There is no greater investment we can make in the future than to prepare our children to successfully navigate the challenges of tomorrow. Of course, predicting the workforce requirements of the future is a bit like trying to capture a fly with a cargo net—just when you think you have it, it slips through the holes and buzzes in a different direction. Nonetheless, it’s safe to assume that workforce mobility will be an essential aspect of the coming generation’s career experiences. Mobile technology is already an integral part of nearly every business role, and its use can only be expected to increase in the years to come. To help support this revolution, Apple has pledged to donate $100 million worth of teaching and learning technology to 114 underserved schools across the country and has offered special discount pricing and volume-purchase programs to all educational institutions. A large number of grade schools have embraced these financial enticements and introduced 1:1 iPad programs that provide every student with their own personal iPad to be used during the duration of a school term.

Naturally, simply giving a student an iPad would do little to foster an academic atmosphere and would likely just result in increased downloads of Minecraft and Angry Birds. Careful thought should be placed into how best to deploy, secure, and utilize tablets before such a program is adopted. As a starting point, I highly recommend learning all about the SAMR model for introducing technology in education. This model defines the general processes that should be applied to all technology deployments in a classroom setting. Specific practices for iPad management and support that address each organization’s unique needs and teaching objectives should be adopted. While a comprehensive list of best practices for deploying a 1:1 iPad program would be too extensive for this modest blog, here are a few key tips that should be considered when developing a project plan:

  • Empower the Educators – One of the biggest pitfalls of introducing a 1:1 iPad program is trying to adapt the technology to existing lessons, rather than utilizing the technology to its fullest potential. The true value of iPads in the classroom is in their ability to customize lessons to match each teacher’s unique style. Educators can combine topics and lessons to essentially create their own textbooks, and audio, video, graphics, and web links can be added to enhance educational opportunities. Teachers must be trained on how to properly utilize the tablets and how to build lesson plans around them. Additionally, it is important for teachers to have access to tablets well before the start of the school term so they have sufficient time to develop digital classroom materials.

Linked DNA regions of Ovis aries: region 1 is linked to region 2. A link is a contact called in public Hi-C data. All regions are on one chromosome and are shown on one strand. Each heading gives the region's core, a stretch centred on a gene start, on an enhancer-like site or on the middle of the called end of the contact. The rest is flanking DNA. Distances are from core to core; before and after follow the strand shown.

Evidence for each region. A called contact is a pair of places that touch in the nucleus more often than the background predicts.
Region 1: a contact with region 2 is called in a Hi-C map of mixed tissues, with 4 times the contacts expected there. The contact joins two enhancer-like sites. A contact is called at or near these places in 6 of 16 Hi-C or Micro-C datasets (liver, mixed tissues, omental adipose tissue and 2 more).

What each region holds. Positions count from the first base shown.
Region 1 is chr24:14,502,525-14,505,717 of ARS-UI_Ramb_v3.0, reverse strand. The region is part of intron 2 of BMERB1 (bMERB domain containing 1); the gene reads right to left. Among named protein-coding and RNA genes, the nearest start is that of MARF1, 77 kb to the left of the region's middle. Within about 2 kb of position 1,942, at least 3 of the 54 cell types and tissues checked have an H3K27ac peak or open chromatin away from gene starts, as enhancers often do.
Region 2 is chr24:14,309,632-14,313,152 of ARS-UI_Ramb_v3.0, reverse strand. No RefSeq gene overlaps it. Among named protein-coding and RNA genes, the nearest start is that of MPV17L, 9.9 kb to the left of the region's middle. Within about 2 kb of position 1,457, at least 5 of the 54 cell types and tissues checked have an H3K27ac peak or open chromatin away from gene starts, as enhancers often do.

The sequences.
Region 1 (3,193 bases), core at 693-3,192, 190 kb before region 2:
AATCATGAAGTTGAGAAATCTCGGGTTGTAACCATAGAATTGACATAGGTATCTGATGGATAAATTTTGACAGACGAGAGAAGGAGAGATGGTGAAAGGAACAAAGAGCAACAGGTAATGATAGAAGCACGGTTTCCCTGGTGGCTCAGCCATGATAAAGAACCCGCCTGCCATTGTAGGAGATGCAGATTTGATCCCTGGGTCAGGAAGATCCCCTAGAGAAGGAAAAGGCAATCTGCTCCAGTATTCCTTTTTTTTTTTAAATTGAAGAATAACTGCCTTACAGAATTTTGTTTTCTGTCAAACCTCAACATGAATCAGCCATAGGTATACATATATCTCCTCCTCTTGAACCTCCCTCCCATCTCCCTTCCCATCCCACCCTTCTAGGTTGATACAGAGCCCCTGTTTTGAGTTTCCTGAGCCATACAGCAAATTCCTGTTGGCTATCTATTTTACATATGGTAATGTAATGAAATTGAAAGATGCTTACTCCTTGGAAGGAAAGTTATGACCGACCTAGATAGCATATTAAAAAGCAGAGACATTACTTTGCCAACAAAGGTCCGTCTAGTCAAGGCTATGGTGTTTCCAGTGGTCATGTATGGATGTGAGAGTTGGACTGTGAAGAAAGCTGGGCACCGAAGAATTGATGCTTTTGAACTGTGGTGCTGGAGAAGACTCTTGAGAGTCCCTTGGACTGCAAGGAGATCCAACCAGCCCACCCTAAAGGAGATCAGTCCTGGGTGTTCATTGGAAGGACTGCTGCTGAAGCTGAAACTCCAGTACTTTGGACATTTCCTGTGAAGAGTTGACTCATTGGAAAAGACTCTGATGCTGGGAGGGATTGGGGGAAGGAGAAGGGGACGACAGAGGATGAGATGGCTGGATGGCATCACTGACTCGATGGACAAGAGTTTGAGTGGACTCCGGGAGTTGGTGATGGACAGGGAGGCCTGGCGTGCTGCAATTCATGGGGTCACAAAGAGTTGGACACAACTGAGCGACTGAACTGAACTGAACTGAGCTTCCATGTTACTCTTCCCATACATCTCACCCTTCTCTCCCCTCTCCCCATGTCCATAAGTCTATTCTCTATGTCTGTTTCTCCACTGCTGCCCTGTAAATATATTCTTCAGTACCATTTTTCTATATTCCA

• Deploy Applications Strategically – While there is an excessive amount of educational content available, not all of it is accurate and useful. All applications should be carefully vetted before being deployed to student device to ensure they are acceptable and appropriate to the lesson. Since student iPads should only be used for education purposes, approved applications should be explicitly white listed to prevent the installation of unapproved games and apps. Additionally, education software should be deployed to student iPads as it is needed, rather than all at once. This prevents networks and application servers from being overtaxed by hundreds of simultaneous downloads.
  • Optimize Data Sharing Practices – Used properly, mobile devices provide a powerful method for communication (i.e., student-to-teacher or student-to-student). Teachers can interact with students in real-time by answering questions and providing feedback on assignments as the student is focused on them. Students can revise and submit corrections on assignments to enhance their education experience. While email is an easy and popular method for sharing data (and can be done safely with a secure email package), it can be challenging for teachers to orchestrate. For instance, homework assignments will be sent from each student and may need to be collected in multiple phases of review. Organizing all these files in an email package is both challenging and time-consuming. A better approach is to enable secure data repositories for each student to store their assignments in a logical and organized manner.
  • Teach Safe Practices – Students’ familiarity with iPads and internet access varies by a great degree, and it should never be assumed that they intuitively understand safety practices. Even the use of malware protection and other security software while only have a limited affect if the students do not develop safe communication and web surfing habits. As technology continues to become an integral part of business and social interactions, this lesson will also extend to broader mobile device and computing use that will be invaluable throughout their lives.
  • Empower the Students – While security is of paramount importance in a 1:1 iPad program, it should not be implemented at the cost of stifling creativity and learning opportunities. Allow kids to customize their own devices to express their unique personalities. Encourage them to safely explore the capabilities of the technology and learn new ways to accomplish tasks. Offer multiple methods for completing assignments so they can discover which work best for them and allows them to develop the skills that will enable them to most effectively function in a technology-driven world.